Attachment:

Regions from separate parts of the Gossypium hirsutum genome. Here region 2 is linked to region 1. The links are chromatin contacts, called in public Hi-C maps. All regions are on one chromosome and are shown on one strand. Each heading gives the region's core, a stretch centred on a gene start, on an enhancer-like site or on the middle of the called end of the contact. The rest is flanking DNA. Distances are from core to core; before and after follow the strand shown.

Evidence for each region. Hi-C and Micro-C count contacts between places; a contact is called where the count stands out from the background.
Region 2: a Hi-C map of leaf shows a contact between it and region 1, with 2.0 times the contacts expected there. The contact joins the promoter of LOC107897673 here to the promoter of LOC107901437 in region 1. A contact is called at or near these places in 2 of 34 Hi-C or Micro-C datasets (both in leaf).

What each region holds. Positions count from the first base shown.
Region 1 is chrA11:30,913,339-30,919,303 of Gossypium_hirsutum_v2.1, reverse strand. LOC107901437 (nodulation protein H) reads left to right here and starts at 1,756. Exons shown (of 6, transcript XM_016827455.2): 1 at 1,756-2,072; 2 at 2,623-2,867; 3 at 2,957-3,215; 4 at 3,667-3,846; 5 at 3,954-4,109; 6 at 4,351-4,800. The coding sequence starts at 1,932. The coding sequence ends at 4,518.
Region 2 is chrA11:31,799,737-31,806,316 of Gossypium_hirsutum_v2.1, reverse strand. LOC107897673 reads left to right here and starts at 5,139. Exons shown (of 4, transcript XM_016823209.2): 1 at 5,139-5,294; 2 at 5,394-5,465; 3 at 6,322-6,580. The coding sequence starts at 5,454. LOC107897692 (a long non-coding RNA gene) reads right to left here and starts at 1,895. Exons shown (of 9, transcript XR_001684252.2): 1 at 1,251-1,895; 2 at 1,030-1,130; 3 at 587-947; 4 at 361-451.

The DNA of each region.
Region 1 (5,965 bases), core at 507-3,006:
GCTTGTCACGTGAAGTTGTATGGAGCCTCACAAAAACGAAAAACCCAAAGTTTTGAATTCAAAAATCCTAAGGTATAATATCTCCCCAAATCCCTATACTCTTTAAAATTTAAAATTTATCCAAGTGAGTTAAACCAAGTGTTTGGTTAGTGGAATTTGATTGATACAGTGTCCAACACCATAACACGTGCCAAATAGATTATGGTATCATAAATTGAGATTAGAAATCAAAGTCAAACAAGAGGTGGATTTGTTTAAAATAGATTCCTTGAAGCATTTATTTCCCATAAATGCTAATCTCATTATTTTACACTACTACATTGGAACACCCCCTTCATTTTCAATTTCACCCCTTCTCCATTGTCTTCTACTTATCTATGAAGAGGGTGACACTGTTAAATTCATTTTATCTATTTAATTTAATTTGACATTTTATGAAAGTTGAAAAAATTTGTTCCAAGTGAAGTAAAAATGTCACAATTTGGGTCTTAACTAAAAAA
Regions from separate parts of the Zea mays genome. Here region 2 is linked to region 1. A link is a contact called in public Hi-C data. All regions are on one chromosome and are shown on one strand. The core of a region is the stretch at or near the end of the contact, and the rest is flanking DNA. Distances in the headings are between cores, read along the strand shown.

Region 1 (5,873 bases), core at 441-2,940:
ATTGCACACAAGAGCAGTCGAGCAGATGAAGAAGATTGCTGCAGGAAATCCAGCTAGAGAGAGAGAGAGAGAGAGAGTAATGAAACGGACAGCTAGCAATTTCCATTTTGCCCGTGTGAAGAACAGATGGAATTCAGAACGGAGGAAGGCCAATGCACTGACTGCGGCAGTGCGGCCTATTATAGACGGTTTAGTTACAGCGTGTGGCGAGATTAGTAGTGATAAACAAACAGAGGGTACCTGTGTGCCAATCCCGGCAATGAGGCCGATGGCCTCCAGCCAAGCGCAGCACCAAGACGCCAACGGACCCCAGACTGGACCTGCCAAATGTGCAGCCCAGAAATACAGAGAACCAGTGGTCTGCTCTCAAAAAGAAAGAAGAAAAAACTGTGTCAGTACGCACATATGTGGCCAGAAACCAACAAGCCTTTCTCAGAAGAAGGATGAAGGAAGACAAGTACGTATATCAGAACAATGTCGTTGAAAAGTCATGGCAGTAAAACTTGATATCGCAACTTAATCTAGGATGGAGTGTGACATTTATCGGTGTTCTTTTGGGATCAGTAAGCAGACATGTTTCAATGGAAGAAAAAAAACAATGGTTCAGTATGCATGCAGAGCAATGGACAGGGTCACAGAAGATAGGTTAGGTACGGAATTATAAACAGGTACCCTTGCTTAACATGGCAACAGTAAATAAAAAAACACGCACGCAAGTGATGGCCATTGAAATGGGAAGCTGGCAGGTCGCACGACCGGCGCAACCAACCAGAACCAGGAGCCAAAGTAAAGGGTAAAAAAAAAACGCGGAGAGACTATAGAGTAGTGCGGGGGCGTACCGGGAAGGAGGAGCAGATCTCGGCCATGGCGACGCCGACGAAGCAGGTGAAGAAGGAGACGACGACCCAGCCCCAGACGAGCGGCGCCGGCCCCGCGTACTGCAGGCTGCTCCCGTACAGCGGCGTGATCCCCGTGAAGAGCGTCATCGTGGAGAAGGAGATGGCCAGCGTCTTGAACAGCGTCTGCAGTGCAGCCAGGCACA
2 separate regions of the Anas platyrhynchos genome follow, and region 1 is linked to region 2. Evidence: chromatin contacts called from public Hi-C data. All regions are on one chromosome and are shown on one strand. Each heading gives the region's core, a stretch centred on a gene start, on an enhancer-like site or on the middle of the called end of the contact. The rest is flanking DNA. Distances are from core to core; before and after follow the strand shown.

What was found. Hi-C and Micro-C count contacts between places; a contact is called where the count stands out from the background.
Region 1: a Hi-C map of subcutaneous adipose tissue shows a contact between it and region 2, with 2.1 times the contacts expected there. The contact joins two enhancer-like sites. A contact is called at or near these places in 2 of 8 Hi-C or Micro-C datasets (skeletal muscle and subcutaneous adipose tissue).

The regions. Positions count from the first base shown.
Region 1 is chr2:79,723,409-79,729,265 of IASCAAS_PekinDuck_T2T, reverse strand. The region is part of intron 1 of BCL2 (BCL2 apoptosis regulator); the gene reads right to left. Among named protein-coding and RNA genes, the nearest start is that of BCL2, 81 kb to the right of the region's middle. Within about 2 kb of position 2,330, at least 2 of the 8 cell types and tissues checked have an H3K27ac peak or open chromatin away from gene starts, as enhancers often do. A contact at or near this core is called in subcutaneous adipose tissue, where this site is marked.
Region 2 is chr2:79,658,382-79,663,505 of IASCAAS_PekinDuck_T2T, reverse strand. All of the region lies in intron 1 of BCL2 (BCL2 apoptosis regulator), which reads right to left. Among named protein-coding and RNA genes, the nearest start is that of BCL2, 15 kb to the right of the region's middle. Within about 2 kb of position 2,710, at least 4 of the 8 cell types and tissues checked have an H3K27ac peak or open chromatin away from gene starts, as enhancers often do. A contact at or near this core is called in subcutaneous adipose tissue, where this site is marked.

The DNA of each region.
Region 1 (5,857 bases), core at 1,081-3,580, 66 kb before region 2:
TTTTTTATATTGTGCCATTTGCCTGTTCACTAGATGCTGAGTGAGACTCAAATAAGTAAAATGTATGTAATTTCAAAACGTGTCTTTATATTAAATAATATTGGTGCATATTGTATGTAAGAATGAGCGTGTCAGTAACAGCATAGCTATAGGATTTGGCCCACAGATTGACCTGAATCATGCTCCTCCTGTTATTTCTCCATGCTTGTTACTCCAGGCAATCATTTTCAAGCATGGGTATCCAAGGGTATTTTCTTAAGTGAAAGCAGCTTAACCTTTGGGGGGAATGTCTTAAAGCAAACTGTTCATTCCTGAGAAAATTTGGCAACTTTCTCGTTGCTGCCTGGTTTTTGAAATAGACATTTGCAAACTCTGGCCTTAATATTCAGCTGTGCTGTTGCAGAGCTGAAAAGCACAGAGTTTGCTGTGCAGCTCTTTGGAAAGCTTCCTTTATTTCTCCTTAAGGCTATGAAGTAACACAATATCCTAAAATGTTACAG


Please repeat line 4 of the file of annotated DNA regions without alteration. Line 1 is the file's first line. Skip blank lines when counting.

What each region holds. Positions count from the first base shown.